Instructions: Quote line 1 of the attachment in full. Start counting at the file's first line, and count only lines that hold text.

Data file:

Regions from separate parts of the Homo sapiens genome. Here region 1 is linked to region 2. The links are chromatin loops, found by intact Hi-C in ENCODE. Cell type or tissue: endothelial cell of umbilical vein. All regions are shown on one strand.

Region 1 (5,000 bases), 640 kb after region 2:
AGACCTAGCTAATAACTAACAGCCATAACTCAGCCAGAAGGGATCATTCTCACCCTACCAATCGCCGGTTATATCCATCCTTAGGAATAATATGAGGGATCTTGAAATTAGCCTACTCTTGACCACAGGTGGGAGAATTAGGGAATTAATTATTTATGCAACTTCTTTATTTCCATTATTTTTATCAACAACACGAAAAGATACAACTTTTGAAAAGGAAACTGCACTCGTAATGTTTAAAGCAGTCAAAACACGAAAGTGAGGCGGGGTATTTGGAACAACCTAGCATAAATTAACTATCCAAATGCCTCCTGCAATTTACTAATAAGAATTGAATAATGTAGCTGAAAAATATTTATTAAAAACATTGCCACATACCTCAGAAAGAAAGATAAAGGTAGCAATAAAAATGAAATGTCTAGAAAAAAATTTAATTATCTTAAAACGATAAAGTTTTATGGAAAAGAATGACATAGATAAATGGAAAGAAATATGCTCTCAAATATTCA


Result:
Regions from separate parts of the Homo sapiens genome. Here region 1 is linked to region 2. The links are chromatin loops, found by intact Hi-C in ENCODE. Cell type or tissue: endothelial cell of umbilical vein. All regions are shown on one strand.